The great news behind rising labour costs: Shan Dalin, pictured with his family, is a crane operator from Southwest China’s Guizhou province who has worked in eastern Zhejiang province for 10 years. In 2012, Shan’s monthly income rose to 2,800 yuan ($449) from lower than 2,000 yuan in 2008. [Photo/Xinhua]
By John Richardson
The shortage of workers in one of the manufacturing heartlands of China – Guangdong province – is expected to increase from 400,000 before the Chinese New Year (CNY) to 1 million-1.2 million once the holidays are over, according to the Guangdong Human Resources and Social Security Department, quoted in this China Daily article.
This is as we suspected and flagged up a couple of weeks ago.
Post-CNY labour shortages seem likely to affect other coastal export-focused manufacturing provinces.
Part of the reason is simply delays in workers returning from their homes in the hinterland to eastern and southern China due to the huge logistics challenge of moving so many people in such a short period of time. For instance, more than 10 million migrant workers, or 61% of the total in Guangdong, have left the province, says the China Daily.
Longer-term reasons for the expected squeeze in labour supply include the high cost of living in the coastal provinces and the success of government efforts to raise living standards in inland China.
Thus, increasing numbers of migrant workers, as has been the case over the last few years, are likely to decide to remain at home when the New Year is over.
Labour shortages, which are also the result of the beginning of the end of China’s demographic dividend, place the workers who do return to their jobs in a very strong position.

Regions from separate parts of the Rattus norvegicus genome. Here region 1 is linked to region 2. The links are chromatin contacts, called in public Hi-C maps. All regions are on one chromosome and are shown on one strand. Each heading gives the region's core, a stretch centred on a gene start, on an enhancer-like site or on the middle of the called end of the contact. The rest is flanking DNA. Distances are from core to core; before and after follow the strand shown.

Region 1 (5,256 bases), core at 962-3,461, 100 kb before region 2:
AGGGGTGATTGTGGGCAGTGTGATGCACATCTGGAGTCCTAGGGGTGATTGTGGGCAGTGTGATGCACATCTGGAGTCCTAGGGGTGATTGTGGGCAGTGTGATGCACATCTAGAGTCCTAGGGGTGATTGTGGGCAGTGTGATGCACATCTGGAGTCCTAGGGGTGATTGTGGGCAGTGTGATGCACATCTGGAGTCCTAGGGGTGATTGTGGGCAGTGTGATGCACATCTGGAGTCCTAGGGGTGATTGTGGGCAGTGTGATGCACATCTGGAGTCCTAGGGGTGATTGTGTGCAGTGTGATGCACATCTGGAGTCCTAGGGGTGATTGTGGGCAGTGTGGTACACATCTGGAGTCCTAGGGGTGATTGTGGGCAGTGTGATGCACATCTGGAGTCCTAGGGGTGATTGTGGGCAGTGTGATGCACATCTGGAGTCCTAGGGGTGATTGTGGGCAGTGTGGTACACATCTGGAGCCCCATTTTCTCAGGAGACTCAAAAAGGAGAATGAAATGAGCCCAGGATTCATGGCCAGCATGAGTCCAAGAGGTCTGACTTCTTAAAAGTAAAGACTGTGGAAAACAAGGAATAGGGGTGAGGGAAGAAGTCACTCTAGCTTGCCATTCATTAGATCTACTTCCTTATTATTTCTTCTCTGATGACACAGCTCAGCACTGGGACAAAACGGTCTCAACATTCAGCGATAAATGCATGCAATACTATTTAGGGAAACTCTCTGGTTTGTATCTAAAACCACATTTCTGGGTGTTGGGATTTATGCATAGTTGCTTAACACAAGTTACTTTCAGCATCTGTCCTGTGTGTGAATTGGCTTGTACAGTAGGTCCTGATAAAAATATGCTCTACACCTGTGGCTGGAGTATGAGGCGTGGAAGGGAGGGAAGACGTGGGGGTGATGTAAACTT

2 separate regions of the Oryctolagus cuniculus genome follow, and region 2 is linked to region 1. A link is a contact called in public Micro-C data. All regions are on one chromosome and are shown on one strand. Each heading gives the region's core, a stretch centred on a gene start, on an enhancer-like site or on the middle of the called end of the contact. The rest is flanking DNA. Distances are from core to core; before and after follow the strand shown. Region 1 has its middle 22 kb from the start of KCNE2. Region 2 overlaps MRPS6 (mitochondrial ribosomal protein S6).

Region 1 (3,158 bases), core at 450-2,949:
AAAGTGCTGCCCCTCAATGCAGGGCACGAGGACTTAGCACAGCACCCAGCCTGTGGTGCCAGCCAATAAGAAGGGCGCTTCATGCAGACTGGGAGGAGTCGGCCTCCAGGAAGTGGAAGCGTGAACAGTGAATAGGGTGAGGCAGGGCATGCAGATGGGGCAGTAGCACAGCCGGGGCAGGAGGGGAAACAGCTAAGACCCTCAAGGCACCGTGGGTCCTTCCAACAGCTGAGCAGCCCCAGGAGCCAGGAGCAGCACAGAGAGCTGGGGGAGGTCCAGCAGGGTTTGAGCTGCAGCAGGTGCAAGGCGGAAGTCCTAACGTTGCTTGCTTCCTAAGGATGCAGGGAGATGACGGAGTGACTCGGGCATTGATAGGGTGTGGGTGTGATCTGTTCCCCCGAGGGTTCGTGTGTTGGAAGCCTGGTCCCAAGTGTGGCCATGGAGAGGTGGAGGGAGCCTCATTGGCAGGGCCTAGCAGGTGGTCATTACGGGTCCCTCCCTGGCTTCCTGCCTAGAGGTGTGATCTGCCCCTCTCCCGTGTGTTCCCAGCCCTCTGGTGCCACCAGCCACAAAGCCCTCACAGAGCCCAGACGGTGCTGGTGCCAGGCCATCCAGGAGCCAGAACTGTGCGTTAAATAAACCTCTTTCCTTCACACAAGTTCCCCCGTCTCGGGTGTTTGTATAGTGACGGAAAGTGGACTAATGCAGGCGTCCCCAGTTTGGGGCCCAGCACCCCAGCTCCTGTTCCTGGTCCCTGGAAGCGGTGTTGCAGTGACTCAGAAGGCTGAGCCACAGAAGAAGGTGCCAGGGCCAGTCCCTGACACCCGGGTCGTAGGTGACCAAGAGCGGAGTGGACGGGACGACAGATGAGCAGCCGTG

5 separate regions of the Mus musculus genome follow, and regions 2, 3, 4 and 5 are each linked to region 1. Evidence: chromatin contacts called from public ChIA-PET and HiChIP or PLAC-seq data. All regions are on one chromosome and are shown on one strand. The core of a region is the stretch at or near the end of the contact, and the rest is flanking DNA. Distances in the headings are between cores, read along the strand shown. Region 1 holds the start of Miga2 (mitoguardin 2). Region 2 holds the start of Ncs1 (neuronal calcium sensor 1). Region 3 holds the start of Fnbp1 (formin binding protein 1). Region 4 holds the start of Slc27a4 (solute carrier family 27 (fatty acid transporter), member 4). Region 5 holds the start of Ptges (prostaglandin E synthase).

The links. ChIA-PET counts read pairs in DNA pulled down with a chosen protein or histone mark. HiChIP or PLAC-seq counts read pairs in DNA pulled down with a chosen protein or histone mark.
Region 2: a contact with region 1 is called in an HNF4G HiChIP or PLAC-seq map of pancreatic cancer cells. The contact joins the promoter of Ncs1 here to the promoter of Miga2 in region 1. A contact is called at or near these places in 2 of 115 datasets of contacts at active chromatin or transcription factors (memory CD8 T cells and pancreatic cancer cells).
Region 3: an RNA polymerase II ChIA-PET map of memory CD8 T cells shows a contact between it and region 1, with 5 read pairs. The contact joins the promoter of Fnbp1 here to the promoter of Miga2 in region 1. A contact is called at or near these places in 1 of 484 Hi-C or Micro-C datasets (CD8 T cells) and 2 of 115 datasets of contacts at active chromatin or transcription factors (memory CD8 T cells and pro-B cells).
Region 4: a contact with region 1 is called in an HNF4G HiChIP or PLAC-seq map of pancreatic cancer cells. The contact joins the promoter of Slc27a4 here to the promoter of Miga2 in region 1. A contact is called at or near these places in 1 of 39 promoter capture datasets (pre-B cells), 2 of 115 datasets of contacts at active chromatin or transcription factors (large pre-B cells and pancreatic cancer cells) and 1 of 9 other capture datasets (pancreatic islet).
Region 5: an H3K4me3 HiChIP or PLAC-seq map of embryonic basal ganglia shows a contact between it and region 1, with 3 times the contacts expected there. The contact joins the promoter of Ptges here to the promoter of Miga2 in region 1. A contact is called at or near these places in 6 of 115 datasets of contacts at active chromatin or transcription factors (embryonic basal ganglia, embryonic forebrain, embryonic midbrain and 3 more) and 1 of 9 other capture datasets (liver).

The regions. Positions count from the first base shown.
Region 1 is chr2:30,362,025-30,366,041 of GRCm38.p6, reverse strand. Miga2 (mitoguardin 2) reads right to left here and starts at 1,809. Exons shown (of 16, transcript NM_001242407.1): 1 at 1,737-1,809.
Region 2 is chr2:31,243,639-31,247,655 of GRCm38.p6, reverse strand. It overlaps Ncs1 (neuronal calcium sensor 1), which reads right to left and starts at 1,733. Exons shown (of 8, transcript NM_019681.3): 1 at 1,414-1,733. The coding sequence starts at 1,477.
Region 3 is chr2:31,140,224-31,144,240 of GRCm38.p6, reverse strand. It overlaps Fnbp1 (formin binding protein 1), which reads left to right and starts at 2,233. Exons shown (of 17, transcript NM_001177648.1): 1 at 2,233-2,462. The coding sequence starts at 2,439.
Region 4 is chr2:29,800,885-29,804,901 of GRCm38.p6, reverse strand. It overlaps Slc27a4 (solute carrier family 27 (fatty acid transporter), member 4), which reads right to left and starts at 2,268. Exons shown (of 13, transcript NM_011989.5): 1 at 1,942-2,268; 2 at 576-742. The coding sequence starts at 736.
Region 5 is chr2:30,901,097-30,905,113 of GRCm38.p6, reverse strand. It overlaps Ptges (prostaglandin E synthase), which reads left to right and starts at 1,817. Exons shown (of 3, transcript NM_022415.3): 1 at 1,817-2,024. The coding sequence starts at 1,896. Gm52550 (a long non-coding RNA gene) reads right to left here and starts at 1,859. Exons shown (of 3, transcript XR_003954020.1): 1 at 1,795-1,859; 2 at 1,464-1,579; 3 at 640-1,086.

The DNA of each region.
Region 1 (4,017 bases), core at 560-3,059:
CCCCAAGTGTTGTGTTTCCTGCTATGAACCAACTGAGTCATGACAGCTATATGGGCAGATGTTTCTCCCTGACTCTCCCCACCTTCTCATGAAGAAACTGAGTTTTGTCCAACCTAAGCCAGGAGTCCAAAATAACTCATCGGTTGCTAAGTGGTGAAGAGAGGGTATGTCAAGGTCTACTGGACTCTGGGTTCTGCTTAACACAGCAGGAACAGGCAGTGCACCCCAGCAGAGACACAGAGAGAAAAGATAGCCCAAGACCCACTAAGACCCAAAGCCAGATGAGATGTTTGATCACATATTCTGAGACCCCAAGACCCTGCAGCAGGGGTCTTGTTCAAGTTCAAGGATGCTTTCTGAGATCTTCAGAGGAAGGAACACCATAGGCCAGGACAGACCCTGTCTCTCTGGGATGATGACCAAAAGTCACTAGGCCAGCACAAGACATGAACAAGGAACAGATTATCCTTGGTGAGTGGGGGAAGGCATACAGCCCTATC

If they don’t get what they want, there will be more industrial disputes after the New Year, which would, obviously, also restrict the ability of manufacturers to fulfil orders.
And so the manufacturer who are, of course, the buyers of chemicals and polymers, will need to further raise wages and improve working conditions in an attempt to secure enough workers.
This is likely to further squeeze the margins of the small and medium-sized enterprises (SMEs), which, as we discussed earlier this week, have reportedly fallen to 1-3% compared with 8-12% before the Global Financial Crisis. Since December, rising fuel and chemicals and polymer costs have exerted a great deal of pressure on China’s SMEs.
There might well be a post-New Year bounce in chemicals and polymer markets on the inevitable uptick in industrial production.
Placing this bounce in the right context is going to be difficult.
Will underlying demand be stronger than before the New Year or weaker, and how will the SMEs cope with increasing cost pressures and, quite possibly, reduced access to credit as the Chinese government deals with renewed inflationary pressures?
Our concerns for the second quarter are growing.